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LIZ DOHERTY & FINTAN VALLELY (Eds) - Ón gCos Go Cluas: From Dancing To Listening 

LIZ DOHERTY & FINTAN VALLELY (Eds) - Ón gCos Go Cluas: From Dancing To Listening 
Aberdeen University Press ISBN: 9781857520736 

NAFCo - the North Atlantic Fiddle Convention - was established in 2001 by the Elphinstone Institute at the University of Aberdeen, and combines a folk festival with an academic conference. There have been six such events to date, each held at a different location, and resulting in a publication summarising the work presented.

This most recent book catalogues the 2012 event held in Derry City. Thirty-two papers are published, loosely grouped around the theme of the separation of traditional music from its roots in the accompaniment of dance. This in itself is a fascinating field of study, and is generally viewed in a positive light: “for a half century…traditional dance… is no longer the chosen social meeting ground for today’s young people; the music instead has gone back into itself as an independent aesthetic form and re-emerges with astonishing virtuosity…”

The collection is broad and diverse, with topics geographically covering Cape Breton (3), Quebec, Newfoundland, Norway (4), Ireland (7), Scotland (7), Galicia, Mississippi, Appalachia, England, Siberia and others.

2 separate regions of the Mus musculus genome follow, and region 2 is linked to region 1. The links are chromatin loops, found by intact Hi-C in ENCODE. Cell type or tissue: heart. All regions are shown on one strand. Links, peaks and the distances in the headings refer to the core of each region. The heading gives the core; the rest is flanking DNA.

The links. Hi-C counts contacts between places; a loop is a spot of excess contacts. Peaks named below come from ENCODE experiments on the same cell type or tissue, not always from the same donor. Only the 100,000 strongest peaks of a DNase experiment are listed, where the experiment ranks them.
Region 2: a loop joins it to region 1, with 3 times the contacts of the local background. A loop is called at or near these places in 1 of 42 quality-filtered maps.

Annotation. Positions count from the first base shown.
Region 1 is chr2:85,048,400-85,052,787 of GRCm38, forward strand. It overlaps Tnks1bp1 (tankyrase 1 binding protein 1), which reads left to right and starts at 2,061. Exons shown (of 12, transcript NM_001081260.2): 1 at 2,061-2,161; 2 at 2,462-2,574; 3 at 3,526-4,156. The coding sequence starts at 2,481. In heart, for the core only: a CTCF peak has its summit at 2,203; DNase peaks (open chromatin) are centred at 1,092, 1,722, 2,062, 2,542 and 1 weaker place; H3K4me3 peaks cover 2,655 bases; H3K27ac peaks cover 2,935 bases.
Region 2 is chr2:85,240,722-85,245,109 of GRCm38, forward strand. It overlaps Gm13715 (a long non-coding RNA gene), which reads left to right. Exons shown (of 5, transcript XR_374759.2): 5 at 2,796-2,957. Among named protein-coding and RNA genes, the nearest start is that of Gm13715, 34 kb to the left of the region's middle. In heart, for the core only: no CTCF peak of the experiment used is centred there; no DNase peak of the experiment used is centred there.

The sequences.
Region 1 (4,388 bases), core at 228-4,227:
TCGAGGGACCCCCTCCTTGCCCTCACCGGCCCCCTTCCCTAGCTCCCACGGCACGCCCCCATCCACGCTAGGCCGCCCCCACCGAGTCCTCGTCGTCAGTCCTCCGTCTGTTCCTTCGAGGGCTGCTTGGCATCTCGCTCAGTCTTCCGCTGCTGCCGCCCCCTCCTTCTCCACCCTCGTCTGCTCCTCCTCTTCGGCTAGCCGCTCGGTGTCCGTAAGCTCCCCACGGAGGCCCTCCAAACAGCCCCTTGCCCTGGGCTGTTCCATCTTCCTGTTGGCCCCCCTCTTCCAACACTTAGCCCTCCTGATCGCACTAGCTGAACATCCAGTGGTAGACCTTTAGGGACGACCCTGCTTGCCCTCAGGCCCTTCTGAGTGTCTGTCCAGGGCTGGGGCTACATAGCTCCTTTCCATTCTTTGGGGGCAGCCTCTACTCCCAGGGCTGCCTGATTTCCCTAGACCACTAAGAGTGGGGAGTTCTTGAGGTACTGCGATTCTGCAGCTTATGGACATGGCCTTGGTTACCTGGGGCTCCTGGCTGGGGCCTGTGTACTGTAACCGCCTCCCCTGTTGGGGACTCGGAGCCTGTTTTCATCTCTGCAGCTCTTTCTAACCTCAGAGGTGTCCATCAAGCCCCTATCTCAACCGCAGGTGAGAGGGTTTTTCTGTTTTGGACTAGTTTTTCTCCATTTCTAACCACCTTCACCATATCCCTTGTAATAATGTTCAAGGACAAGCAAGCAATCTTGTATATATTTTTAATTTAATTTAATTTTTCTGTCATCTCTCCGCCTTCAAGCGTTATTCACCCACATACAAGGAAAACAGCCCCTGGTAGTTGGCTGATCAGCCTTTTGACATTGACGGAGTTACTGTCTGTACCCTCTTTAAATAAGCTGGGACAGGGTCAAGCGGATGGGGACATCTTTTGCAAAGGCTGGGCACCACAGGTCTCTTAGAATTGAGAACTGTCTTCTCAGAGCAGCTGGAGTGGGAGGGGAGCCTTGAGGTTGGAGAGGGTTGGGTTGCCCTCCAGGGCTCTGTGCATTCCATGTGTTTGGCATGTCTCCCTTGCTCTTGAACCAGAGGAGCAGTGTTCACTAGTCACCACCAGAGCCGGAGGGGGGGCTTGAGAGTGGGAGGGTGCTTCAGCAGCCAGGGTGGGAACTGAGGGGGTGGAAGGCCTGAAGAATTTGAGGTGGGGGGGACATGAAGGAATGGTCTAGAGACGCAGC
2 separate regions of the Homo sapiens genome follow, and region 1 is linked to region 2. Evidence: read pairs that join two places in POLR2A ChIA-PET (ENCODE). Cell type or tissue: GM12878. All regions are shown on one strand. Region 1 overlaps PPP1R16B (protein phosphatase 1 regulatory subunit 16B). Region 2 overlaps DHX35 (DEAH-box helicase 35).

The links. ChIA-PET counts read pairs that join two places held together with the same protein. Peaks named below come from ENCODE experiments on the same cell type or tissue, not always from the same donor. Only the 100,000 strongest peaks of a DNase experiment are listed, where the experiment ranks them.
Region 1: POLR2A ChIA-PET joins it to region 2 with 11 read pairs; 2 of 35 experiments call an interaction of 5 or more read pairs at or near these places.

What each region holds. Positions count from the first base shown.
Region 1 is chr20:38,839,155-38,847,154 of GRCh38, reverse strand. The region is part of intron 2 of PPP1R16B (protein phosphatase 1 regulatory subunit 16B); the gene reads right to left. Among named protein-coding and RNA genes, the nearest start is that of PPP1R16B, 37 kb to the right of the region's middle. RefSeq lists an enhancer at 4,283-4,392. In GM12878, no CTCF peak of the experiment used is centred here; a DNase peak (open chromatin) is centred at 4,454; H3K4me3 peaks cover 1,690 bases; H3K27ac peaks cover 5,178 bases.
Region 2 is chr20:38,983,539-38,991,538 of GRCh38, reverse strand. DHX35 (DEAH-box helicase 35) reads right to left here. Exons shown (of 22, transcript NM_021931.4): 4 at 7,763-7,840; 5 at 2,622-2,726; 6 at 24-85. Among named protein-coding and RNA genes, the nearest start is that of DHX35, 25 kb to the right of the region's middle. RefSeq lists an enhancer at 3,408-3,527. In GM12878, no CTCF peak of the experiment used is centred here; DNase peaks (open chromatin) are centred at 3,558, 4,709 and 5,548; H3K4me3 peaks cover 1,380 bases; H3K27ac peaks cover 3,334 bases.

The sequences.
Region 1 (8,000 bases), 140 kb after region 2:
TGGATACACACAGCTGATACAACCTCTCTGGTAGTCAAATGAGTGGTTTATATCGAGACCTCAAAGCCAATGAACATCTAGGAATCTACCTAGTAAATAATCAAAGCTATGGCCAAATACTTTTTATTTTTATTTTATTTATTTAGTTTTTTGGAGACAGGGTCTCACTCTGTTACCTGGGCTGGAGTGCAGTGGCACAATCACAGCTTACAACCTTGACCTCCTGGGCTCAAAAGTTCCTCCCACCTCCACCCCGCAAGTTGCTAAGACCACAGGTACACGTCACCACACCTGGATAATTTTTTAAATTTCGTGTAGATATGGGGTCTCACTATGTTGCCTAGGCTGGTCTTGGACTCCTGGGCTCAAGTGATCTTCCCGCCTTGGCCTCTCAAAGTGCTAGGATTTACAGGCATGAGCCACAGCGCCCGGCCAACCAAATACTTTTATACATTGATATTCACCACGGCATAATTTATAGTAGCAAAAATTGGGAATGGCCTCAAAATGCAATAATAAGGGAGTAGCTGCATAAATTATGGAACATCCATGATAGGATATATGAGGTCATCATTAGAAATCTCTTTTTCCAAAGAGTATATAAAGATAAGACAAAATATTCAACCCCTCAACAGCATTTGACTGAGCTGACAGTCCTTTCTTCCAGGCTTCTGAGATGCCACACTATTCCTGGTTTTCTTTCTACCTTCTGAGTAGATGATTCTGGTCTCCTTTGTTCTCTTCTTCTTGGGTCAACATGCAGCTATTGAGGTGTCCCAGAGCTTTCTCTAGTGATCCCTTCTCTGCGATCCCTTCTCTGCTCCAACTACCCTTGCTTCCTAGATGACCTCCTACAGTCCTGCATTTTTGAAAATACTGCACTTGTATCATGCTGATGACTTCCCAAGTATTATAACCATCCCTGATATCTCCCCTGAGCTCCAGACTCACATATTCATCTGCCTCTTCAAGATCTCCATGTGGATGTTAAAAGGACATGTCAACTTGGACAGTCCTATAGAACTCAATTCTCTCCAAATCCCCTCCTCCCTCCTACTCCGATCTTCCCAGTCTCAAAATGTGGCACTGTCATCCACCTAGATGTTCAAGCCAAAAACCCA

Some of the papers stick closely to the overall theme of the conference; most interesting to me was the offering by Daithí Kearney, who looks at Irish céilí bands - specifically those that have won the All-Ireland ceilidh band competition at the fleadh. “These competitions do not provide space for dancers and instead the bands perform for a listening audience.”

“Céilí bands are considered by some as the epitome of the connection between ITM and dance, yet many… do not perform for dancing but rather are formed and exist solely for the purposes of competition.”

Also closely relevant to the theme was Ronnie Gibson’s look at the status of 18th century master fiddlers such as Marshall and Gow, with particular reference to the “folk-art split” which was already occurring at that time, and to the increasing divergence of dance and “concert” fiddling, and the development of the “drawing-room style.”

Other papers, such as Anon Egeland’s piece comparing the classical and traditional violin holds in Norway, were fascinating, but not in any direct way related to dance. Some are delightfully obscure, such as Elisa Sereno-Janz’s paper on the FiddleLights project, creating “laser kinetic drawings” based on the shapes created by the bow hand during the playing of particular tunes.

One of the established orthodoxies of southern American fiddling is its roots in Ireland and Scotland. In the book’s closing paper, Paul Wells potentially stirs up a hornet’s nest by suggesting that this narrative may have been greatly exaggerated, and is based more on romantic notions of the “ancient purity” of the music, whilst quietly side-lining the influence of African American musicians.

No matter what your interest in the fiddling world, there is almost certainly something here that you will find fascinating, surprising and thought provoking.

Chris Haigh


This review appeared in Issue 137 of The Living Tradition magazine